I hope this issue finds you well :-) This week ended up less heavy on horrible news, and more about interesting articles. It's a nice change!
I want to thank everyone who participated in the scanyourstuff.app beta and/or provided feedback, it was super valuable. In the end there's not enough commercial interest to pursue it further, at least in its current form. I had a blast building it though, so no regrets at all! I'm not sure if I'll pivot it, maybe open source it, or just shelve it. We'll see :-)
Breaches and leaks
- Cyber insurance giant CNA paid out $40 million to its ransomware attackers: link.
- Conti ransomware gives HSE Ireland free decryptor, still selling data: link.
- FBI: Conti ransomware attacked 16 US healthcare, first responder orgs: link.
- Air India data breach impacts 4.5 million customers: link.
- E-commerce giant Mercari suffers major data breach in Codecov incident: link.
- Codecov hackers gained access to Monday.com source code: link.
- Student health insurance carrier Guard.me suffers a data breach: link.
Update them things
- May Android security updates patch 4 zero-days exploited in the wild: link.
- Exploit released for wormable Windows HTTP vulnerability: link.
I hadn't heard of this one yet, where attackers will use two strains of ransomware in order to confuse recovery operations and make it less likely that they can descrypt on their own.
Another one I hadn't heard about: malware that is actually meant to steal data, but will also act as if it's ransomware to throw you off. Good to know about.
It's sad but true, I think, that we'll only make real progress in cybersecurity as a consequence of legal requirements. So as long as the laws make sense, I'm all for it.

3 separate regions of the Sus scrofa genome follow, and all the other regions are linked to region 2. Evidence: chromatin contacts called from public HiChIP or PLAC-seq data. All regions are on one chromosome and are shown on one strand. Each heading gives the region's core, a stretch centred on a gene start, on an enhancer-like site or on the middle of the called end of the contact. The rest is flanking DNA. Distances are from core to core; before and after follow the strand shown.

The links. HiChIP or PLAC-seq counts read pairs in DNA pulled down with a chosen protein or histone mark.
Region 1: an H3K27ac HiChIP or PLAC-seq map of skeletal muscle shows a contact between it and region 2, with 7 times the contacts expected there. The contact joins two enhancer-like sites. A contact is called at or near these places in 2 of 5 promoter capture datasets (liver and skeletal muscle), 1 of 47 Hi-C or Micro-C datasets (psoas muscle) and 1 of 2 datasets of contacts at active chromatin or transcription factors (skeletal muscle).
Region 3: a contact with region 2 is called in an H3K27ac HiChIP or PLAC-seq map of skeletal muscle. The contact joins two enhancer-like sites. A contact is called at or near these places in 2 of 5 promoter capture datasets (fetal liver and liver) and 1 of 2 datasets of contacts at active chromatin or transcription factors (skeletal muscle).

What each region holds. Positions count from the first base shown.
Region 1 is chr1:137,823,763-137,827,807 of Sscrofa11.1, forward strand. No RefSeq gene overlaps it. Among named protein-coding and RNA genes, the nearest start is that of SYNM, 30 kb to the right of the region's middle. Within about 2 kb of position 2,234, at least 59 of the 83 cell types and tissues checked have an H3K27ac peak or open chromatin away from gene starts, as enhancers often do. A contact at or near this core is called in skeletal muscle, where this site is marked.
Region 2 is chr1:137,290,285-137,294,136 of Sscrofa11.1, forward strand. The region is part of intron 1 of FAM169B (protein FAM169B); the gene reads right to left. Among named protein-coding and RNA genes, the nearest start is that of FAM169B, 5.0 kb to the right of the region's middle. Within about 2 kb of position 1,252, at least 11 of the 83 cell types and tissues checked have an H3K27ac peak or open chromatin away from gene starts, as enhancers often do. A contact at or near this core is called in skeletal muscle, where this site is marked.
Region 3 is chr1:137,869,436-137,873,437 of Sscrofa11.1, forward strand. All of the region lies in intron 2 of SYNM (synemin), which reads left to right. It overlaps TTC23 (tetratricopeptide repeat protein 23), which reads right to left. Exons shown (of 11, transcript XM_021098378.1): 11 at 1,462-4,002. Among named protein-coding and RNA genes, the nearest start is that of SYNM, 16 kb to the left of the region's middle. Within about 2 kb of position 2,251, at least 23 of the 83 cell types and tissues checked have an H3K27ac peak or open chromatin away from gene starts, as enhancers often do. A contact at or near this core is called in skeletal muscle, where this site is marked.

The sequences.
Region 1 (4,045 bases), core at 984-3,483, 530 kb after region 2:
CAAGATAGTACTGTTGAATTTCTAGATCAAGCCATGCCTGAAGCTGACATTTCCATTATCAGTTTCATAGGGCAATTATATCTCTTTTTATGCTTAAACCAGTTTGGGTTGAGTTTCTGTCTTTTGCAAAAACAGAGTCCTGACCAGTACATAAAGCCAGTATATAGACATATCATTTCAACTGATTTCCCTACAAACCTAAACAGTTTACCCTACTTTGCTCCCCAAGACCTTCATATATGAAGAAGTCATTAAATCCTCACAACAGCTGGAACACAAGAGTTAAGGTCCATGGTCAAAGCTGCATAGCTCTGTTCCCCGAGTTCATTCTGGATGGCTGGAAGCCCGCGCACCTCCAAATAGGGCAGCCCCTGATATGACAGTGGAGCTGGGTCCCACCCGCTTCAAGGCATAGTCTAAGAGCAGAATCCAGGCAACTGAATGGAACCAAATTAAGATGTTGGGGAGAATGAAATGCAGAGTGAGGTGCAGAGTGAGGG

Site isolation isn't new, but I thought this article did a great job of explaining what it is.
There are a number of ways to respond to a security breach as a company, and it's so rare that we see one going the full transparancy route. This article describes how Volue, a green energy tech company, handled a Ryuk ransomware strike. It's a good one to keep bookmarked for when you're writing your own playbooks.
Uptycs' threat research team has observed several instances of Linux malware where the attackers leverage the inbuilt commands and utilities for a wide range of malicious activities. This post takes a close look at those and how you can use Uptycs to detect them. (Sponsored)
TL;DR: installing a Russian language pack on your machine might halt some malware. Clickbait title aside, it's a fun thought. It won't make you immune or anything, but I also don't see how it might cause harm.
It certainly hasn't been an easy time for anyone in the infosec industry. Take good care of yourself folks!
It's an open-source lab environment to help test and improve Microsoft 365 Defender, Azure Defender, and Azure Sentinel defenses against real attack scenarios. I haven't played with it myself, I'm not too active in the Windows/Azure world, but if you are it might be worth a closer look.
A great read on one of the first nation-state supply chain attacks that I can recall. Worth a trip down memory lane.
A nice bunch of snippets by the security people at Google on what the biggest challenges for security will be in the future. Fun read.
1Password has just released the first big-name password management program for Linux desktop users. I'm sure this will be awesome news for a lot of us :-) (Sponsored)